NEW YORK (AP) — Ministers from the OPEC cartel have agreed to allow more oil to flow from the taps, saying demand for oil is growing as economies take steps to reopen. But they also cautioned that they could revisit the decision in an emergency meeting if there are serious lockdowns that further reduce demand for oil. The Organization of the Petroleum Exporting Countries and other nations agreed to ease up on cuts. They chose to stick with a production schedule which will allow participating countries to produce more oil in August than they have in the past few months.

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Without waiter jobs, what happens to creative New York?

NEW YORK (AP) — It’s been the story for many a starry-eyed creative type looking for a big break — wait tables to pay the bills, while auditioning, performing, writing, whatever it takes. But there’s been a plot twist, thanks to the coronavirus putting thousands and thousands of food servers out of work in recent months as restaurants were forced to shut down their dine-in services. And with so much uncertainty over what restaurant dining will look like even as New York City tries to reopen, there’s concern about what that’s going to mean for the city’s creative class if the jobs are no longer readily available.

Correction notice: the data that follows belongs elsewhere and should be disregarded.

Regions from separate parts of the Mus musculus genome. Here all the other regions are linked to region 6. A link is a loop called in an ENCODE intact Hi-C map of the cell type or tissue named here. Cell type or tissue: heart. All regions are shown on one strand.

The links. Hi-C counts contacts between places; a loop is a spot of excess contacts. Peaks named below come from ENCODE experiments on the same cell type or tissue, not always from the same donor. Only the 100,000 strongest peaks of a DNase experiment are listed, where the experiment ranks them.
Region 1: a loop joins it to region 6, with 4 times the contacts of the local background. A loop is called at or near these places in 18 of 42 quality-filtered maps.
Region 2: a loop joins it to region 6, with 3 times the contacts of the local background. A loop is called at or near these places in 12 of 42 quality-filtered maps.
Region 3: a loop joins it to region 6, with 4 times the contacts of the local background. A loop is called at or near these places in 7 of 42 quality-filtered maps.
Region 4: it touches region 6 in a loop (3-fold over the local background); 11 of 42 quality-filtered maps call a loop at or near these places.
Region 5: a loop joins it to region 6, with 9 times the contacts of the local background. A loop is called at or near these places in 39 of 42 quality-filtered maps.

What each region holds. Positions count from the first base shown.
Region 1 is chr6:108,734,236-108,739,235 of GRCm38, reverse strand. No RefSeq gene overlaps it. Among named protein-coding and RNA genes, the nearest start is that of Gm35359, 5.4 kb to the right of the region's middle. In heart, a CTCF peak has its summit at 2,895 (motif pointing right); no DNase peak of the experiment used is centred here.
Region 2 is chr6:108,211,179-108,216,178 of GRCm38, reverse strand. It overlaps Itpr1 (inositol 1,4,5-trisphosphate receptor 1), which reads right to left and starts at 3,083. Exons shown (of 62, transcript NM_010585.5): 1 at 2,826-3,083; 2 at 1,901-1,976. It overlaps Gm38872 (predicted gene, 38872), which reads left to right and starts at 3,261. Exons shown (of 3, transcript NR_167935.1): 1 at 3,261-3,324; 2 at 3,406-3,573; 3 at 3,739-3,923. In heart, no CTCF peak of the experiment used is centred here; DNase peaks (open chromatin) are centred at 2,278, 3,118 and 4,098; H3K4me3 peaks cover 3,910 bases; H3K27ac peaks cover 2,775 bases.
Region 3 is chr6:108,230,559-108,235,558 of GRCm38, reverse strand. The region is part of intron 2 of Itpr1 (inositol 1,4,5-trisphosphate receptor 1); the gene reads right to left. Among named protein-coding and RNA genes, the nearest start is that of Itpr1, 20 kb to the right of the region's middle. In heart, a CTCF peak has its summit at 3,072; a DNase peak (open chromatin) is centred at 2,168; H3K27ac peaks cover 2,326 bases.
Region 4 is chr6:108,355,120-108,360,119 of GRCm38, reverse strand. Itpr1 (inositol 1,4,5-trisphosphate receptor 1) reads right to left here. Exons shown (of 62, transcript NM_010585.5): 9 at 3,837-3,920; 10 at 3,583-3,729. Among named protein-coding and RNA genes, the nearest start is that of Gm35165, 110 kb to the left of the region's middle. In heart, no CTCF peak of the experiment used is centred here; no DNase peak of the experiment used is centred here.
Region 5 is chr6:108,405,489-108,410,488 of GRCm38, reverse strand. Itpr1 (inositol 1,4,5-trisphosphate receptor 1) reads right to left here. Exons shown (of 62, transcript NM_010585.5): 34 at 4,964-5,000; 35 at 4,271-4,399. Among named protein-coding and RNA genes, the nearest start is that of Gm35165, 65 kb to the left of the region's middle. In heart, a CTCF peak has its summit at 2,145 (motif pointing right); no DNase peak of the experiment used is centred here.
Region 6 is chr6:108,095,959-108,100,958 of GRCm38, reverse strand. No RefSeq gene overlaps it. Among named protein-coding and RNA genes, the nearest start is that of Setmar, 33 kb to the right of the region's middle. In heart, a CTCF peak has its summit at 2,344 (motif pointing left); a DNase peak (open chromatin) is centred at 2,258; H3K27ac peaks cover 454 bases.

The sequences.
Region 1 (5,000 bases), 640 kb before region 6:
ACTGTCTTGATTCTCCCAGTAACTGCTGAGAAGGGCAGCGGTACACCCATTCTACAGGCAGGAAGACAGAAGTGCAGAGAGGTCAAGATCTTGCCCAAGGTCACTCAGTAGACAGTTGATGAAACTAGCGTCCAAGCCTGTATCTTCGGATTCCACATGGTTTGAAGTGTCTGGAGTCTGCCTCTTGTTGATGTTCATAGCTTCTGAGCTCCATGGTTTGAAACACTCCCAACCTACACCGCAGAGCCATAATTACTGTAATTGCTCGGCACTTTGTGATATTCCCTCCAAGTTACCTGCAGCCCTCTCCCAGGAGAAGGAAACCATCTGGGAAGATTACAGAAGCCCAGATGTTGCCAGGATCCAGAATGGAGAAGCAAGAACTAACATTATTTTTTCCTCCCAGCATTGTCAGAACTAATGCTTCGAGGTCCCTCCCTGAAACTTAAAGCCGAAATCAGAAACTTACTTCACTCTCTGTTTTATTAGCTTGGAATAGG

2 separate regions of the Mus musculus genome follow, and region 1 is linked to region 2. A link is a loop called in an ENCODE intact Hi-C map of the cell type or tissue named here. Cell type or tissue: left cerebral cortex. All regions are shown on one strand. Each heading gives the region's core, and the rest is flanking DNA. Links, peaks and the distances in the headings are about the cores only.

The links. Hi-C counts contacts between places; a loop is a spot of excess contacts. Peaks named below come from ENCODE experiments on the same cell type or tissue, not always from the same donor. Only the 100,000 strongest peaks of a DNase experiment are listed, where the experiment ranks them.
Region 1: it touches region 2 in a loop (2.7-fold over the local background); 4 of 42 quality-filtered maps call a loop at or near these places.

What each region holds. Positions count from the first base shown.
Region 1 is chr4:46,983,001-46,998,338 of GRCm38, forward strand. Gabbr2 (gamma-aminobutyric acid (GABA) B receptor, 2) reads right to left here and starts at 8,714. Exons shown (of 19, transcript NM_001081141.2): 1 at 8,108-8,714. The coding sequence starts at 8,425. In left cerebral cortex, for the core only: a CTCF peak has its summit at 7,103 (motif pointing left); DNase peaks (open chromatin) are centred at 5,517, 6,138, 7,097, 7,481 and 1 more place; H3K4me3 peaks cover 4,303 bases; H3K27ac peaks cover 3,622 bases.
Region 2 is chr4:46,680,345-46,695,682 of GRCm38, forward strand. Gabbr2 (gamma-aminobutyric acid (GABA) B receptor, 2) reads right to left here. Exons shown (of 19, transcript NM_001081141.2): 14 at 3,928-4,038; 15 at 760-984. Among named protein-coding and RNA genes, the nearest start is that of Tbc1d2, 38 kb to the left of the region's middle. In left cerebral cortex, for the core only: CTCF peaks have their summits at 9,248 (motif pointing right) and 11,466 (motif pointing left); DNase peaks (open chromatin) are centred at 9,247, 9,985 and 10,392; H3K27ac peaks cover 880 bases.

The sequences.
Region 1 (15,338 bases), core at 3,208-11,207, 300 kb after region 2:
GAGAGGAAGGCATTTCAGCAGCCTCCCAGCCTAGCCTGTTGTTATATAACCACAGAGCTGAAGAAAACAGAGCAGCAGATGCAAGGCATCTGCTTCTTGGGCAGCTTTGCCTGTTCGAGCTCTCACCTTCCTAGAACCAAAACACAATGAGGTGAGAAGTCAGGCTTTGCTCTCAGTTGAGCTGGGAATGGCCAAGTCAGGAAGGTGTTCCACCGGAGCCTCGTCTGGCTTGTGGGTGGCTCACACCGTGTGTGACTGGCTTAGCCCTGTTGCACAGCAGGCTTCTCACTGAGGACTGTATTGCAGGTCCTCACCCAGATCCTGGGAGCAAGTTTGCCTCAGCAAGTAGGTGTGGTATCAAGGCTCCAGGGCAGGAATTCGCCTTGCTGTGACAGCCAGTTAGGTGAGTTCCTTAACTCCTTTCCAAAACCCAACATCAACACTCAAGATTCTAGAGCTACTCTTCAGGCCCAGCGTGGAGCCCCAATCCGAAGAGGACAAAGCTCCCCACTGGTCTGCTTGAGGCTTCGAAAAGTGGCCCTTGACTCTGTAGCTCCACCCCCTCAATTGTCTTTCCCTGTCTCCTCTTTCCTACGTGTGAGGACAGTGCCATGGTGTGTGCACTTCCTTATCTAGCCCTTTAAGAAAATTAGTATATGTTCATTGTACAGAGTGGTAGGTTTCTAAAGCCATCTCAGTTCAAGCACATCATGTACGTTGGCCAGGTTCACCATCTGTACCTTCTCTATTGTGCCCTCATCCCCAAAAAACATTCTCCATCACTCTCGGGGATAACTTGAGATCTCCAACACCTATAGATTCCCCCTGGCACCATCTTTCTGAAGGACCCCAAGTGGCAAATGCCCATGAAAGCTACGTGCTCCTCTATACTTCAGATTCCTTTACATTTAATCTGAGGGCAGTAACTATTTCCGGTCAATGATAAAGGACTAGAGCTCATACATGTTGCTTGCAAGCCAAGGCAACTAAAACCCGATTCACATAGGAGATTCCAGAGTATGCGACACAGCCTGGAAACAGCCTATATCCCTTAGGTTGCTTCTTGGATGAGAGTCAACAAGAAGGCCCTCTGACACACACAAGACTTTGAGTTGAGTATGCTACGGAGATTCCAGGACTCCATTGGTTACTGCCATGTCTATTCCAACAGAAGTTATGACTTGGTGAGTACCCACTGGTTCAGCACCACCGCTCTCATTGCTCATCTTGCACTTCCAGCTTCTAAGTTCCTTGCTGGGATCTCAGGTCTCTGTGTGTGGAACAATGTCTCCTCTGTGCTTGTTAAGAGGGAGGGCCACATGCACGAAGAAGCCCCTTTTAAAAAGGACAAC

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The S&P 500 rose 29.04 points, or 0.9%, to 3,226.56. The Dow Jones Industrial Average gained 227.51 points, or 0.9%, to 26,870.10. The Nasdaq Composite added 61.91 points, or 0.6%, to 10,550.49. The Russell 2000 index of small company stocks picked up 50.01 points, or 3.5%, to 1,478.27.


Updated : 2021-01-22 01:54 GMT+08:00